ADOT's facial-recognition system led to the arrest of fraud suspect Sharon Forrest. This is a simulation of the technology.
ADOT's facial-recognition system led to the arrest of fraud suspect Sharon Forrest. This is a simulation of the technology.
New Times photo-illustration

How ADOT Is Using Digital Facial-Recognition System to Catch Crooks

When one Casa Grande woman posed for photo at the MVD in February, she must have thought the free cash would start rolling in from fraudulent benefits and settlement payments, according to a court case being built by state investigators.

Instead, she stepped into a digital trap set by Arizona’s Motor Vehicles Division and federal homeland security defenders two years ago.

The trap was built to catch identity thieves. In 2015, the Arizona Department of Transportation set up a $1.26 million facial recognition system. More than two-thirds of the money came from a U.S. Department of Homeland Security grant.

The technology is not just giving the state a new tool against ID fraud; it’s giving a lesser-known squad of state investigators a heavy workload. And it’s quietly yielding results.

Sharon Forrest presumably didn’t know any of that when she lined up in the Casa Grande MVD on February 2. After the camera shutter closed, the computers went to work. The machines found that Forrest’s face, and a comparison of about 85 biometric measurements, matched those of two other people in the system rather too well.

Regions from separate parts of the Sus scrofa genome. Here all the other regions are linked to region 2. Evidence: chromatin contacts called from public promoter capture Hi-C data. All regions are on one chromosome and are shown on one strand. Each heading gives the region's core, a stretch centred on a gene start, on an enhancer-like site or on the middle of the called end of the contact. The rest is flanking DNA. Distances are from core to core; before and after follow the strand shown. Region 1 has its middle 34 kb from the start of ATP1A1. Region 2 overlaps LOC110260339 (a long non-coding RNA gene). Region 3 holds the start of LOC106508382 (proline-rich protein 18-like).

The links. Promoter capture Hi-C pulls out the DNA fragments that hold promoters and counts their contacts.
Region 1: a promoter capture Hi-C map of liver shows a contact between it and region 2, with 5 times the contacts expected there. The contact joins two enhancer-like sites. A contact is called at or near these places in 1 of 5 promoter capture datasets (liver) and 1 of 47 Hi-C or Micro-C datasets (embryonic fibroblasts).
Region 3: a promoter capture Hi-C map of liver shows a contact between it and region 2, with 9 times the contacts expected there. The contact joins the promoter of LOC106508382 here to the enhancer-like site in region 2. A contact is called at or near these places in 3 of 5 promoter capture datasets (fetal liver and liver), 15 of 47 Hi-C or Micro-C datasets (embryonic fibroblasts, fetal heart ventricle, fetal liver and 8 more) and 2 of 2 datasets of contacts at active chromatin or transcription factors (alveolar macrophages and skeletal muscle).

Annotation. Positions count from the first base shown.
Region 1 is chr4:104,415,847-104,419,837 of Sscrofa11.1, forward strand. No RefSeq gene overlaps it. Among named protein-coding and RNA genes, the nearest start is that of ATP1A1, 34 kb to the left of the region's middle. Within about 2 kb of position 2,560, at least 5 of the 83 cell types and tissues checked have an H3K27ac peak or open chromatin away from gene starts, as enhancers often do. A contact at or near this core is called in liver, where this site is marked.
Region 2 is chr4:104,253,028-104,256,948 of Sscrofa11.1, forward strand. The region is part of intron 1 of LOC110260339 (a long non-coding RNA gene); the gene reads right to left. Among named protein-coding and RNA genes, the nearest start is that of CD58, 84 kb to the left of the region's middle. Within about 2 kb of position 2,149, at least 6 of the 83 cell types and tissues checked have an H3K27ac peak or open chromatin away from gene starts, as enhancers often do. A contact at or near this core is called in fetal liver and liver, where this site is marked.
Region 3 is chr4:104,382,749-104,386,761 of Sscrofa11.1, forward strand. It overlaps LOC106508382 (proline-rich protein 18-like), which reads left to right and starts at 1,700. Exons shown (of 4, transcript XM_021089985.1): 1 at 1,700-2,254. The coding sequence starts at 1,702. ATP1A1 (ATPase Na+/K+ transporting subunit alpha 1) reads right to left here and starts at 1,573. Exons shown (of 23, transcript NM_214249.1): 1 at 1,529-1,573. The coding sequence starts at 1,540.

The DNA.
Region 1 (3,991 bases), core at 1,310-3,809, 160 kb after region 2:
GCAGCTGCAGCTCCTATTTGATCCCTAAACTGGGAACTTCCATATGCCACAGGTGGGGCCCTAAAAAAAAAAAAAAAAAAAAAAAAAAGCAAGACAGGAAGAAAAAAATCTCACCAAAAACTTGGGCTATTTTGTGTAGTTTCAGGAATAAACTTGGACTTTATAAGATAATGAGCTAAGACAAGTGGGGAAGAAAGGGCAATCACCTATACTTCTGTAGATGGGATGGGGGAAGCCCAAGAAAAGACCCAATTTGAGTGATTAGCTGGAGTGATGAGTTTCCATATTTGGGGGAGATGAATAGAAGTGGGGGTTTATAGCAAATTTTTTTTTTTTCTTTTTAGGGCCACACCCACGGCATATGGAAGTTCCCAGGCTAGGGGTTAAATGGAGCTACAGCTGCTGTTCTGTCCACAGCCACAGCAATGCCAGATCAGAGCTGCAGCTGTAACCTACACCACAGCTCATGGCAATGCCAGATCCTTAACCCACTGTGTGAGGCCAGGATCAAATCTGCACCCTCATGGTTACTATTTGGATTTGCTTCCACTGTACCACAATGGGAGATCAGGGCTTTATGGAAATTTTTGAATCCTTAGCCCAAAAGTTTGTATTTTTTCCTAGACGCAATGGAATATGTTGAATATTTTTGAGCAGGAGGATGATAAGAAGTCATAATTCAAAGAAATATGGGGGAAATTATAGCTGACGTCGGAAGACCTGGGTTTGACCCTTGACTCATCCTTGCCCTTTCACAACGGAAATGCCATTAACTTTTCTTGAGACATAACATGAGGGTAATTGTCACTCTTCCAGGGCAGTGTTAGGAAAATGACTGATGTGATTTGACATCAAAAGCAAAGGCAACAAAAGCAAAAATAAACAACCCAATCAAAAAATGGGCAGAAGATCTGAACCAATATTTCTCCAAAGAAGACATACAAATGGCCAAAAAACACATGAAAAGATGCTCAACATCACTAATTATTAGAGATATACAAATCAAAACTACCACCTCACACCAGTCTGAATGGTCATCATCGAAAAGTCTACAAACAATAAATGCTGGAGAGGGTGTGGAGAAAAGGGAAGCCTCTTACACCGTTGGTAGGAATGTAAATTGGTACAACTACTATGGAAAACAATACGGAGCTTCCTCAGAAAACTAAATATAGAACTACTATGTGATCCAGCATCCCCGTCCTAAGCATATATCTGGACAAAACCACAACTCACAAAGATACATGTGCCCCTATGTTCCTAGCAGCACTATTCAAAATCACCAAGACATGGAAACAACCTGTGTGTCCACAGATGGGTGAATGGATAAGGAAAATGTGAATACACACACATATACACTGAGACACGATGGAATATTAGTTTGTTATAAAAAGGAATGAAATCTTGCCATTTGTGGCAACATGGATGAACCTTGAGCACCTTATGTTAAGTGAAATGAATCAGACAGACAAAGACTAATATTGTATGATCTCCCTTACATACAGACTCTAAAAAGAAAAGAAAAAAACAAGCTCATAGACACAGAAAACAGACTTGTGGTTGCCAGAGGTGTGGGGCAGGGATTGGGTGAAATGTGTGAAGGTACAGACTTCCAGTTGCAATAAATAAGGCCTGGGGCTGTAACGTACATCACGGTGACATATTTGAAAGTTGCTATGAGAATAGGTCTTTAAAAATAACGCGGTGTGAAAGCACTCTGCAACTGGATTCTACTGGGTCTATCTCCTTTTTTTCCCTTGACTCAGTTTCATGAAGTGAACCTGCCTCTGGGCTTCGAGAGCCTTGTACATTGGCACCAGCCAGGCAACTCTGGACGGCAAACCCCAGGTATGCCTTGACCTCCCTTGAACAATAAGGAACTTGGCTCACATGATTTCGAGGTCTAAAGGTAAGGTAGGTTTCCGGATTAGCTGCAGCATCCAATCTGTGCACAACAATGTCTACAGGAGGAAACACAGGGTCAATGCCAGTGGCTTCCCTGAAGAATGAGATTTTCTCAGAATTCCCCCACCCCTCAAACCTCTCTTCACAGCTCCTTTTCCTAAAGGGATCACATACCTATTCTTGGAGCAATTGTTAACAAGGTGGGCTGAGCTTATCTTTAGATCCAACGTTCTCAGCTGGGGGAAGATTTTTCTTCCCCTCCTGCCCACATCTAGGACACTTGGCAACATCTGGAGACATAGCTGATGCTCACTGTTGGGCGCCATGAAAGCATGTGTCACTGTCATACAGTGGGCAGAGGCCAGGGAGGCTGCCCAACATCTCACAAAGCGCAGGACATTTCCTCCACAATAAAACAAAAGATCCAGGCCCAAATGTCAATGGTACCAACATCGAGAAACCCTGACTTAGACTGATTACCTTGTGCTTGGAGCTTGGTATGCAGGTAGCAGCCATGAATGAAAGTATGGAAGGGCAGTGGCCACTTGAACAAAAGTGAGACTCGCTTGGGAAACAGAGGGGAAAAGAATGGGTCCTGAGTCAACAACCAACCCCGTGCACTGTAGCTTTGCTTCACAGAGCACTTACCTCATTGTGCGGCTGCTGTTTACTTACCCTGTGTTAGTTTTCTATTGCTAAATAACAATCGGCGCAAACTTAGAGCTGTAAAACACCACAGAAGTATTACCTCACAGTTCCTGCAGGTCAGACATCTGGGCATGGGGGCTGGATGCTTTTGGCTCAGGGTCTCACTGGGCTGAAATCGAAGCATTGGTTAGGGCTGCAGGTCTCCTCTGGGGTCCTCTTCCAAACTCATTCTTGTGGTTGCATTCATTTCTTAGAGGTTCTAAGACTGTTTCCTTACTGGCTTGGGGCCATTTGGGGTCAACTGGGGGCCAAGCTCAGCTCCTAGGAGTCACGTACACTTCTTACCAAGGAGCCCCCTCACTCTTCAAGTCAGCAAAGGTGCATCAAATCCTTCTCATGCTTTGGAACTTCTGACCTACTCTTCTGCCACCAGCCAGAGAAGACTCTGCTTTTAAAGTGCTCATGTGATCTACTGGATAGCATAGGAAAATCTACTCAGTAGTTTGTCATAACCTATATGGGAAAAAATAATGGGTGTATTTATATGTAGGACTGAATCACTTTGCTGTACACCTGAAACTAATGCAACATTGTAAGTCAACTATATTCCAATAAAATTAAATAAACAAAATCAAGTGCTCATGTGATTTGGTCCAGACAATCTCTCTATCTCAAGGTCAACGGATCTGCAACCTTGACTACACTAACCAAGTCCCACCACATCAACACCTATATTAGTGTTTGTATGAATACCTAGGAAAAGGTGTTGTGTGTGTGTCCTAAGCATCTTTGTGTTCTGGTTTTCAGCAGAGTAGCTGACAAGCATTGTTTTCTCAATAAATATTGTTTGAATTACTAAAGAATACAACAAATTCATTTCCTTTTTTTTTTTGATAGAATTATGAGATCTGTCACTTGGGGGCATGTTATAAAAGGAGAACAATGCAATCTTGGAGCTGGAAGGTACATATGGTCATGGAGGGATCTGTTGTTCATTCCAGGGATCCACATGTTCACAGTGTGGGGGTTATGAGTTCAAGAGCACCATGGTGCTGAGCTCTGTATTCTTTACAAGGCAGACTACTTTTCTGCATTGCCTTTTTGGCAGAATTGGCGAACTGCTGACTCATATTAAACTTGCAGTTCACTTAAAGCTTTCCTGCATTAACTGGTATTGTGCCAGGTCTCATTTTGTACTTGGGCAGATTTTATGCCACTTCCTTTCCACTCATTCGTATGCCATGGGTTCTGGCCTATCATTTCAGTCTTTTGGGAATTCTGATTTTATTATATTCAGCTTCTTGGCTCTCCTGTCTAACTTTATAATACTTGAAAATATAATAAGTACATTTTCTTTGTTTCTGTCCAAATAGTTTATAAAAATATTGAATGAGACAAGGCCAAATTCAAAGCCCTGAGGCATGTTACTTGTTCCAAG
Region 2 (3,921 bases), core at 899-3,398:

ADOT’s detectives in the Fraudulent Document Unit launched an investigation. Yes, ADOT has detectives. They work in the Office of Inspector General under ADOT’s Enforcement and Compliance Division.

A month later, on March 1, police picked up 51-year old Forrest and booked her into Maricopa County’s Fourth Avenue Jail on suspicion of forgery. County prosecutors subsequently charged her in court with 10 counts of forgery and identity theft.

Even the cover page of indictment is revealing. It lists seven aliases, including the colorfully named Velvet.

Velvet, a.k.a. Sharon Forrest, a.k.a. half a dozen other women, has pleaded not guilty to all counts.

ADOT Detective Keith Richerson laid out much of the case against her in his application for a search warrant.

In it, he told a judge that Forrest first obtained the identity of Deidra Lynn Graham in August 2008. She took an Ohio birth certificate, a Visa card, an Arizona marriage license and an AAA employee card to the Avondale MVD. She walked out with an Arizona ID card with her photo and Graham’s name.

Over the next six years, she went back four times to get phony drivers’ licenses from MVDs in Avondale and west Phoenix, the court document said.

Then in January 2016, Forrest went to the Arizona Memorial Coliseum in Phoenix for an event by the Arizona Veterans StandDown Alliance, a group dedicated to helping homeless vets. The event helped vets get government services, including drivers’ licenses.

There, investigators said, Forrest proffered a forged drivers’ license application, which indicated she is a veteran of the U.S. armed services. When they booked her into jail, deputies marked on the intake sheet that Forrest had never served in the military, nor was she homeless. When Richerson contacted the U.S. Department of Veterans Affairs, they told him the same thing.

Forrest wasn’t done there, nor was Richerson’s account in court records.

They show that the Casa Grande woman also first obtained the identity of Eve Christopher Scott in July 2012, when she stepped into a Chandler MVD office with a birth certificate, insurance card, and employee card. Once again, the state issued her an Arizona ID card with her face and Scott’s name.

Two weeks later, she went back to the MVD, this time the South Mountain branch, to get a drivers’ license.

Two months ago, Richerson called the genuine Eve Scott in Ohio.

He wrote that she told him: “she has never lived in Arizona or obtained an Arizona MVD credential. Scott identified Forrest as her cousin, who she has not seen in approximately 15 years.”